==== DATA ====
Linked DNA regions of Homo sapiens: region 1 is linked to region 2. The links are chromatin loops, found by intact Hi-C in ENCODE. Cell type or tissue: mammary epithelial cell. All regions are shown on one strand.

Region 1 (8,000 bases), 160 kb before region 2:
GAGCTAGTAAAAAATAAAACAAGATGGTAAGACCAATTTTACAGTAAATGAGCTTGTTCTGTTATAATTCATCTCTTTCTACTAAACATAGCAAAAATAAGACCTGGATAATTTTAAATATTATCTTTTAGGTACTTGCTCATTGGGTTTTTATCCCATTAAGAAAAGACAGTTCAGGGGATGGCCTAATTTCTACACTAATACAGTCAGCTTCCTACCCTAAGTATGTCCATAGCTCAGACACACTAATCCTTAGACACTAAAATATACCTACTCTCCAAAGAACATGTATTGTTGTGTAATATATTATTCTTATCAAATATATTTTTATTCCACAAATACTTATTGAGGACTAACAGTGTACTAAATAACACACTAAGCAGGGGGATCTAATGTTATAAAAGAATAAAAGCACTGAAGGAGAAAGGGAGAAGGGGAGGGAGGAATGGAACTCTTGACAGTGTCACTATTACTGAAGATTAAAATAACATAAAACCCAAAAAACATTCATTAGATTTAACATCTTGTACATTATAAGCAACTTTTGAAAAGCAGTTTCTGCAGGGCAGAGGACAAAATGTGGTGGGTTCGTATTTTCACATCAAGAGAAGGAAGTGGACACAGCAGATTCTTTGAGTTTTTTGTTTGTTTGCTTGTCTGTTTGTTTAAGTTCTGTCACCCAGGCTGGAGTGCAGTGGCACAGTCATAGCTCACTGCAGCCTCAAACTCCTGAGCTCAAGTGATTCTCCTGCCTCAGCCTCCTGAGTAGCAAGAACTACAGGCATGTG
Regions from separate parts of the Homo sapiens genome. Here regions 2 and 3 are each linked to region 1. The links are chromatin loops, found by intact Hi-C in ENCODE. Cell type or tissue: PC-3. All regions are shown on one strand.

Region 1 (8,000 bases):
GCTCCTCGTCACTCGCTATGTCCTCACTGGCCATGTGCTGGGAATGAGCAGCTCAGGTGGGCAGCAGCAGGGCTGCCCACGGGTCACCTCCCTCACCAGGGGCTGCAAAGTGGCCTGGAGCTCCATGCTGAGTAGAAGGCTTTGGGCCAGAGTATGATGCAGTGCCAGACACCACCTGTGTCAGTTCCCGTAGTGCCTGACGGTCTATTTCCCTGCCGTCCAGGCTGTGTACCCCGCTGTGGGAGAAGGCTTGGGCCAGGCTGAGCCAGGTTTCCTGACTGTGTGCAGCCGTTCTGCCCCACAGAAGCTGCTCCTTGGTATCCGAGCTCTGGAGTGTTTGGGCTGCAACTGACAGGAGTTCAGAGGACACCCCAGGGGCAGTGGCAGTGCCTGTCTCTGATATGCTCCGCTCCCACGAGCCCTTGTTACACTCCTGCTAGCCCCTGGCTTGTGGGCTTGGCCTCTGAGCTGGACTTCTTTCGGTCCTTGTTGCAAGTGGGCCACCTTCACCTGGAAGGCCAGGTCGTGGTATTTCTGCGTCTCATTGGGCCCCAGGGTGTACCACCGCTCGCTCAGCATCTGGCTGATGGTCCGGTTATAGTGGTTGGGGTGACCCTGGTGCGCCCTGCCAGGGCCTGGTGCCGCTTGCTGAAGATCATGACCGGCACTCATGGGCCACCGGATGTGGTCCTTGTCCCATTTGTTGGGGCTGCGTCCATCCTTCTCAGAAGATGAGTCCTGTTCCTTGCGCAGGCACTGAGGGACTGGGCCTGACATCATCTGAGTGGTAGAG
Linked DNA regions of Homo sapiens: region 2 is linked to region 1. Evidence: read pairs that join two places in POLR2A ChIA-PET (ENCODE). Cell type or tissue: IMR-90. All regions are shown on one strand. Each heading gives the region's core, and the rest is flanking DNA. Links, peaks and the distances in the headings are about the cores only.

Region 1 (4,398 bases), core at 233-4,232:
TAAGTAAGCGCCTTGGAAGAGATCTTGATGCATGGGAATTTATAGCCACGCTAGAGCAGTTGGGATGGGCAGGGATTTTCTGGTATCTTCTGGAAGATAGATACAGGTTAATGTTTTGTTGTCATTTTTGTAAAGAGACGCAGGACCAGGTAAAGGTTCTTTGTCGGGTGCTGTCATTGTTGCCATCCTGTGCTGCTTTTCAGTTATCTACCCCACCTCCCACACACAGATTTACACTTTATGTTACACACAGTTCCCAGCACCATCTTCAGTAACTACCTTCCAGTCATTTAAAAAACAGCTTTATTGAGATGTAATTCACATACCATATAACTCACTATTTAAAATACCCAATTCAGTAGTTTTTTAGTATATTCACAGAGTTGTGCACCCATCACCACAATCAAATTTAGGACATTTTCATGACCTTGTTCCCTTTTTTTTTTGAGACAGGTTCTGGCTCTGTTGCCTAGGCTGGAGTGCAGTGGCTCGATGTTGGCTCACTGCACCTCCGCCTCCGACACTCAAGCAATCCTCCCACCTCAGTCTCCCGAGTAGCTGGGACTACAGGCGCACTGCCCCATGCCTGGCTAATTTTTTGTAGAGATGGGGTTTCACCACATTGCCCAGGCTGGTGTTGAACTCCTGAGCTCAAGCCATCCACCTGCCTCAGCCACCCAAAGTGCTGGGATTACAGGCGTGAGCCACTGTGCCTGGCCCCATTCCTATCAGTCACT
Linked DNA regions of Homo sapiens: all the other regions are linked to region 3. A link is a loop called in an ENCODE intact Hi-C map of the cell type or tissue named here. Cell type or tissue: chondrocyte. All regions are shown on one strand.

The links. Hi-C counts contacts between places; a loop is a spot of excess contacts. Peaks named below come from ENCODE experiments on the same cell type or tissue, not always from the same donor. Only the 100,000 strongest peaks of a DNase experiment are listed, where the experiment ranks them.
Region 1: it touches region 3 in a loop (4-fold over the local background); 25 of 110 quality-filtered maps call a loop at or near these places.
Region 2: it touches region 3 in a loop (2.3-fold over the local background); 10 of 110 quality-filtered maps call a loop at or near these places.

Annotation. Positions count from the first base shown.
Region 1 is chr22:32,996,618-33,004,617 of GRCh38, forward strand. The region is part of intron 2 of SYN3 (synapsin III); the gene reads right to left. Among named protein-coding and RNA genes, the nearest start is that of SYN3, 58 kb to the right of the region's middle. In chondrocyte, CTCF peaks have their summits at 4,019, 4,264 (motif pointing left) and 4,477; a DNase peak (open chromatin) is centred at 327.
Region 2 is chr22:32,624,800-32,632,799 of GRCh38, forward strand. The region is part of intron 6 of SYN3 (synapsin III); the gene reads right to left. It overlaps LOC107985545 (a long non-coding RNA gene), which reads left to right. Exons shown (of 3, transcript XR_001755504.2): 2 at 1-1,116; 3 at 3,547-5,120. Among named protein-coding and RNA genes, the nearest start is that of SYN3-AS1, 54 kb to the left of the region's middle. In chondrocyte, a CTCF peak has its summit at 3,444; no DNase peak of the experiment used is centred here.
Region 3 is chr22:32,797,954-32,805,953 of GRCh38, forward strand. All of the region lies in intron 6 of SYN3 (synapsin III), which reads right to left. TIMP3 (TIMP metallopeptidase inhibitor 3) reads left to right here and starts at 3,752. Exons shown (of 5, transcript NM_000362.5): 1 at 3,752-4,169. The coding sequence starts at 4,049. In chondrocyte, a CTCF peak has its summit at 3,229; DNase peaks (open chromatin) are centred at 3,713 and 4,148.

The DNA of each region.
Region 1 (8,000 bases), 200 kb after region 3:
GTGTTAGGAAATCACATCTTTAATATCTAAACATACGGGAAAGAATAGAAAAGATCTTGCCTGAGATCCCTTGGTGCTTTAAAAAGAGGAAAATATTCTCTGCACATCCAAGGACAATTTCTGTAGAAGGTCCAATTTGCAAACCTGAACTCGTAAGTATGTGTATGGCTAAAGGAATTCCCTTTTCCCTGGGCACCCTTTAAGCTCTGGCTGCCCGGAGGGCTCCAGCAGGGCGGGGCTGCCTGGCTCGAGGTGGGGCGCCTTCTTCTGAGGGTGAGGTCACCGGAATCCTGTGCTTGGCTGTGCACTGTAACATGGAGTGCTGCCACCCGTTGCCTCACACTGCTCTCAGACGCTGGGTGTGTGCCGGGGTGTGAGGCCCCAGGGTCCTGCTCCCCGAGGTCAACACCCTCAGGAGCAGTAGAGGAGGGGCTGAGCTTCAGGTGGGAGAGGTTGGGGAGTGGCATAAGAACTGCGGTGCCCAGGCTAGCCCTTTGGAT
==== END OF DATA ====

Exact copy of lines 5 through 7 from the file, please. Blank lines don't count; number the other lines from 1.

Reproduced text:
Region 1 (8,000 bases):
GCTCCTCGTCACTCGCTATGTCCTCACTGGCCATGTGCTGGGAATGAGCAGCTCAGGTGGGCAGCAGCAGGGCTGCCCACGGGTCACCTCCCTCACCAGGGGCTGCAAAGTGGCCTGGAGCTCCATGCTGAGTAGAAGGCTTTGGGCCAGAGTATGATGCAGTGCCAGACACCACCTGTGTCAGTTCCCGTAGTGCCTGACGGTCTATTTCCCTGCCGTCCAGGCTGTGTACCCCGCTGTGGGAGAAGGCTTGGGCCAGGCTGAGCCAGGTTTCCTGACTGTGTGCAGCCGTTCTGCCCCACAGAAGCTGCTCCTTGGTATCCGAGCTCTGGAGTGTTTGGGCTGCAACTGACAGGAGTTCAGAGGACACCCCAGGGGCAGTGGCAGTGCCTGTCTCTGATATGCTCCGCTCCCACGAGCCCTTGTTACACTCCTGCTAGCCCCTGGCTTGTGGGCTTGGCCTCTGAGCTGGACTTCTTTCGGTCCTTGTTGCAAGTGGGCCACCTTCACCTGGAAGGCCAGGTCGTGGTATTTCTGCGTCTCATTGGGCCCCAGGGTGTACCACCGCTCGCTCAGCATCTGGCTGATGGTCCGGTTATAGTGGTTGGGGTGACCCTGGTGCGCCCTGCCAGGGCCTGGTGCCGCTTGCTGAAGATCATGACCGGCACTCATGGGCCACCGGATGTGGTCCTTGTCCCATTTGTTGGGGCTGCGTCCATCCTTCTCAGAAGATGAGTCCTGTTCCTTGCGCAGGCACTGAGGGACTGGGCCTGACATCATCTGAGTGGTAGAG
Linked DNA regions of Homo sapiens: region 2 is linked to region 1. Evidence: read pairs that join two places in POLR2A ChIA-PET (ENCODE). Cell type or tissue: IMR-90. All regions are shown on one strand. Each heading gives the region's core, and the rest is flanking DNA. Links, peaks and the distances in the headings are about the cores only.